The Motor Car Experience area
In this huge 17,000 m² hall, lit by 800 lamp posts identical to those on the Alexandre III bridge in Paris, 243 cars that have marked their era tell the story of the motorcar from 1878 to the present day. The motorcars are organized into chronological periods :
- The “Forerunners”: The period from 1878 to 1918 features Panhard, Peugeot, De Dion and Benz models. This was when the Panhard design defined what would be the essentials of the modern motorcar for decades to come with (from front to back): an engine, clutch, gearbox and rear-wheel transmission.
- The “Classics” cover a second phase (1918-1938) which was symbolised by the merging of two important carmakers: Mercedes and Benz. This merge marked the beginning of the "super car" era, when automobiles took on incredible power and size. Mass production of front-wheel drives by Citroën in 1934 was the great technical innovation of the era. Finally, Peugeot made an important advance when it opened the Sochaux factories.
- The “Moderns” from 1945 onwards are marked by the appearance of light, inexpensive cars. Carmakers abandoned plans for costly vehicles catering to the middle-class market to concentrate on developing cars which consumed less fuel. This advance was made possible in large part by applying the ideas of Taylorism.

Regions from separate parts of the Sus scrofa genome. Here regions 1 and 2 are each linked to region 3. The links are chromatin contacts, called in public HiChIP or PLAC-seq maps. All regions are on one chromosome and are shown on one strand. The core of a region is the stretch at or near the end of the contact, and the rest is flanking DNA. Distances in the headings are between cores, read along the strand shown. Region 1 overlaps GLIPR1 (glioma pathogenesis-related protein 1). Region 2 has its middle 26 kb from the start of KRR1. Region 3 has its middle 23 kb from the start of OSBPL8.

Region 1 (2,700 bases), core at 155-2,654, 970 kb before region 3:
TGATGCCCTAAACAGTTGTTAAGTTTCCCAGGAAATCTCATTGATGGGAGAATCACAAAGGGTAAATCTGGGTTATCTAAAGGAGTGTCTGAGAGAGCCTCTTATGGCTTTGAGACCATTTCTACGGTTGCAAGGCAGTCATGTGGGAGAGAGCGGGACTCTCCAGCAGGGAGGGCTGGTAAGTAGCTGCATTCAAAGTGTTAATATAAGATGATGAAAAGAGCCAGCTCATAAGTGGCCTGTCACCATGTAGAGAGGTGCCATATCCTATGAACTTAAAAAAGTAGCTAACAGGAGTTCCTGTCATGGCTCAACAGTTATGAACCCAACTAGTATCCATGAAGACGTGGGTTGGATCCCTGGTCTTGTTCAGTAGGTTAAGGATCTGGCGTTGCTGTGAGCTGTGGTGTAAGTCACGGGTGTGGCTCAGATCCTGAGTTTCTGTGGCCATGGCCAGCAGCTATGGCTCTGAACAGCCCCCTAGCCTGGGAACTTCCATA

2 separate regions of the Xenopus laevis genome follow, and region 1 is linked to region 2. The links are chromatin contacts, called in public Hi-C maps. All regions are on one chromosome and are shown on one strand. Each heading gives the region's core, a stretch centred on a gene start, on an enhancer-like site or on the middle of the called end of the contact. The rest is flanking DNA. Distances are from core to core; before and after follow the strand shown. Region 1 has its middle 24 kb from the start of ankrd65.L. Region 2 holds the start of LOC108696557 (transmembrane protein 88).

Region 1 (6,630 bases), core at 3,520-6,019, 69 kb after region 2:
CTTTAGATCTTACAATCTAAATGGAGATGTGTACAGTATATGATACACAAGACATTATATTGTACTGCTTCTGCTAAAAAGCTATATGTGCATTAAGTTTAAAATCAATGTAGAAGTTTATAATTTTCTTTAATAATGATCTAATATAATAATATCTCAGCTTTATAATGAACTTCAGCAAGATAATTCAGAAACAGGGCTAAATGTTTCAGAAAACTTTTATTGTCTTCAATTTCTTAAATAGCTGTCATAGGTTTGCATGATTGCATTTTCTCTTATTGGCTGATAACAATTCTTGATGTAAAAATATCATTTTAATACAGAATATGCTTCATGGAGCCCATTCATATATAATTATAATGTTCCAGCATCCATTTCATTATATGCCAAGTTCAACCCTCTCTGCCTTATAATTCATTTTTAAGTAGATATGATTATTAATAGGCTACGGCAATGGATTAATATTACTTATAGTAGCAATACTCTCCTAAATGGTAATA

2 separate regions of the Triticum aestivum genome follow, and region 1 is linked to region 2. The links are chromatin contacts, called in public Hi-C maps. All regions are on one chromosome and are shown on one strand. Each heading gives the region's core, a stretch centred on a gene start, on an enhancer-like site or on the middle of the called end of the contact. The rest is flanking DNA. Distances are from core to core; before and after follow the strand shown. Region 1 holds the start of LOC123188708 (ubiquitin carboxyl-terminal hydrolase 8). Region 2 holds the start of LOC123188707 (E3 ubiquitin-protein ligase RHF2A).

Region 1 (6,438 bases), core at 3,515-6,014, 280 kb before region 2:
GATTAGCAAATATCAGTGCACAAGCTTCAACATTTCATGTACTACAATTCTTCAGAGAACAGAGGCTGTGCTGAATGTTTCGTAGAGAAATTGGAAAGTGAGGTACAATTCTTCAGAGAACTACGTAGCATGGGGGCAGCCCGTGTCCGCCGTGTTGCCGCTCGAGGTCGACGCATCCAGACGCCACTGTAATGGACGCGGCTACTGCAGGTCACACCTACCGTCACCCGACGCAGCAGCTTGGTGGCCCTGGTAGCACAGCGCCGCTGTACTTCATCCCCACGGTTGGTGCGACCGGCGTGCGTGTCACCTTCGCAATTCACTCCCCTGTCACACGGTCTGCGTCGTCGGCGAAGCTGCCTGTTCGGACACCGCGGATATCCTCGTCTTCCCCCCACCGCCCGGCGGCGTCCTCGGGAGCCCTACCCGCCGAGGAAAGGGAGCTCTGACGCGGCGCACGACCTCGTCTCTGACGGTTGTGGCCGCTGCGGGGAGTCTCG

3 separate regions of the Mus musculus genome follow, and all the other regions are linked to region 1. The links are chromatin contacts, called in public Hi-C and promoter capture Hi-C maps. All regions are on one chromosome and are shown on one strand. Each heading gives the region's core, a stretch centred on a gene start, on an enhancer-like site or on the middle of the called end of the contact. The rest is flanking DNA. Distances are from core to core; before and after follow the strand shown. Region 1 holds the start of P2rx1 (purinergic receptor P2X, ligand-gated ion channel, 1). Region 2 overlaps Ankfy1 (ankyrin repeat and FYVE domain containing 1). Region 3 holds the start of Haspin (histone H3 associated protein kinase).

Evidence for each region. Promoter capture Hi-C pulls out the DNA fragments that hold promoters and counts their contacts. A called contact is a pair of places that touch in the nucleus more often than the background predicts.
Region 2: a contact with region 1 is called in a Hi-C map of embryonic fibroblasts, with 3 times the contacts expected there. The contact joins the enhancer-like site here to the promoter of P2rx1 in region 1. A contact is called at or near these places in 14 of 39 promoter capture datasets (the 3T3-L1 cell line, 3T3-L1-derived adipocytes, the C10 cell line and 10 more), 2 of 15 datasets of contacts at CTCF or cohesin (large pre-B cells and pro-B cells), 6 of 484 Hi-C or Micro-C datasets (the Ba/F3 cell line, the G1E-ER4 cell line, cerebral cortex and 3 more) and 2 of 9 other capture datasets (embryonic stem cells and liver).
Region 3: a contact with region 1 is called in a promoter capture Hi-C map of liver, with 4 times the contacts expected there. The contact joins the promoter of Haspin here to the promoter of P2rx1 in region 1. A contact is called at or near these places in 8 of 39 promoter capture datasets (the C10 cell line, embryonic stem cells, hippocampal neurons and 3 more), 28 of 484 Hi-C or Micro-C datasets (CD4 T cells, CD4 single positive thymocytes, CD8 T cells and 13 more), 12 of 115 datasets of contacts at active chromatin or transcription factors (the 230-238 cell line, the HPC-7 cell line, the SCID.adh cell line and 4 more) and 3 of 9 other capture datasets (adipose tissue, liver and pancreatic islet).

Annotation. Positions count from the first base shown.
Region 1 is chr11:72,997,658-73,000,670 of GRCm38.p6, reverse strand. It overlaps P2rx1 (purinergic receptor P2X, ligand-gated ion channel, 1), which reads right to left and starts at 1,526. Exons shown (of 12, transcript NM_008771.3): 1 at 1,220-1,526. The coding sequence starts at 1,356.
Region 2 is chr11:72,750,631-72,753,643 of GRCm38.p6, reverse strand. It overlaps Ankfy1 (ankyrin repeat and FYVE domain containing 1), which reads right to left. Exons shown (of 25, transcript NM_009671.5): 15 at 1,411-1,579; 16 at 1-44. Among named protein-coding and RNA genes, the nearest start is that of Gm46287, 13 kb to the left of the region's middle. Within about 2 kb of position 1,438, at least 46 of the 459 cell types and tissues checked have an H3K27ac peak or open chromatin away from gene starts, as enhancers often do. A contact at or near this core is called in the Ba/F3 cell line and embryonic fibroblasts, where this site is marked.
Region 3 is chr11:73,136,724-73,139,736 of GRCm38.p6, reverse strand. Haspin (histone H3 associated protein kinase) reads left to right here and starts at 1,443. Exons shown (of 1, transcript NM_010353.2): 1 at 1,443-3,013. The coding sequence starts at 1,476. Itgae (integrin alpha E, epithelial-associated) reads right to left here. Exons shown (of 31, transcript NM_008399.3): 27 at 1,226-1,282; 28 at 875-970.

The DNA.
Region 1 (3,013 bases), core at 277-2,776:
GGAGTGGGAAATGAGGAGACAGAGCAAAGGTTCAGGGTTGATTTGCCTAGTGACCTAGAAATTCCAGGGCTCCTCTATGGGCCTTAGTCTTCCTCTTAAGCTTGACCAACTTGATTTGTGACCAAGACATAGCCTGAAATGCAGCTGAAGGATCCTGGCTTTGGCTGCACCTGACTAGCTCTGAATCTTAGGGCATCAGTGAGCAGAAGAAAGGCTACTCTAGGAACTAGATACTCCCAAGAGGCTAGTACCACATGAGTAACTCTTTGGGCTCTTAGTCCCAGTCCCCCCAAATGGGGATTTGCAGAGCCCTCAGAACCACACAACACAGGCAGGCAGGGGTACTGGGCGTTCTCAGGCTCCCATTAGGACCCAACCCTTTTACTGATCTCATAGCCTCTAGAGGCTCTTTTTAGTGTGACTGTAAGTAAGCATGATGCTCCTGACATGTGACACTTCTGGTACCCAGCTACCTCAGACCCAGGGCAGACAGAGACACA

The Motor Racing area
It’s as if you were a driver on the starting grid with the decoration, sound effects, images and smells here.
The collection features incredible racing models, such as a two-seater Panhard-Levassor race car from 1908, a Mercedes W125 from 1937, a Maserati 250F from 1957 and a Lotus type 33 from 1963. The famous Bugatti type 32 from 1923, with its revolutionary aerodynamics, is the only car here that raced on the Tours racetrack. It still has its original engine. The cars are lined up along both sides of the central walkway, and are a snapshot of the most beautiful starting line-up in the world.
The Motor Car Masterpieces area
This area displays 80 of the most beautiful cars from the 1930s in a midnight blue setting, with their chrome still glistening as new.
High prestige cars, such as the Panhard-Levassor X26, the Delahaye 1935 from 1949 and the Rolls-Royce Silver Ghost from 1924, are given pride of place in the museum. The central display features the famous Bugatti Royales, including the Bugatti Royale Type 41 and the 1930 Coupe Napoleon which belonged to Ettore Bugatti.
Bugatti Veyron area
The Bugatti Veyron is one of the jewels of the collection.Technical expertise from the fields of aeronautics and astronautics was adapted to create a braking system which is nothing short of incredible: it has a stopping distance of 31.4 metres from 100 kph (62 mph), and can stop in 10 seconds from speeds of 400 kph (250 mph).
This exceptional car deserved a spectacular presentation. That’s what the Museum has done with a five-minute presentation on the Bugatti Veyron which gives it all the attention it deserves. The car is displayed on a turning plinth so you can see every detail. Behind, large screens show a dynamic and elegant film produced by the Bugatti company, which demonstrates its exceptional technical capabilities.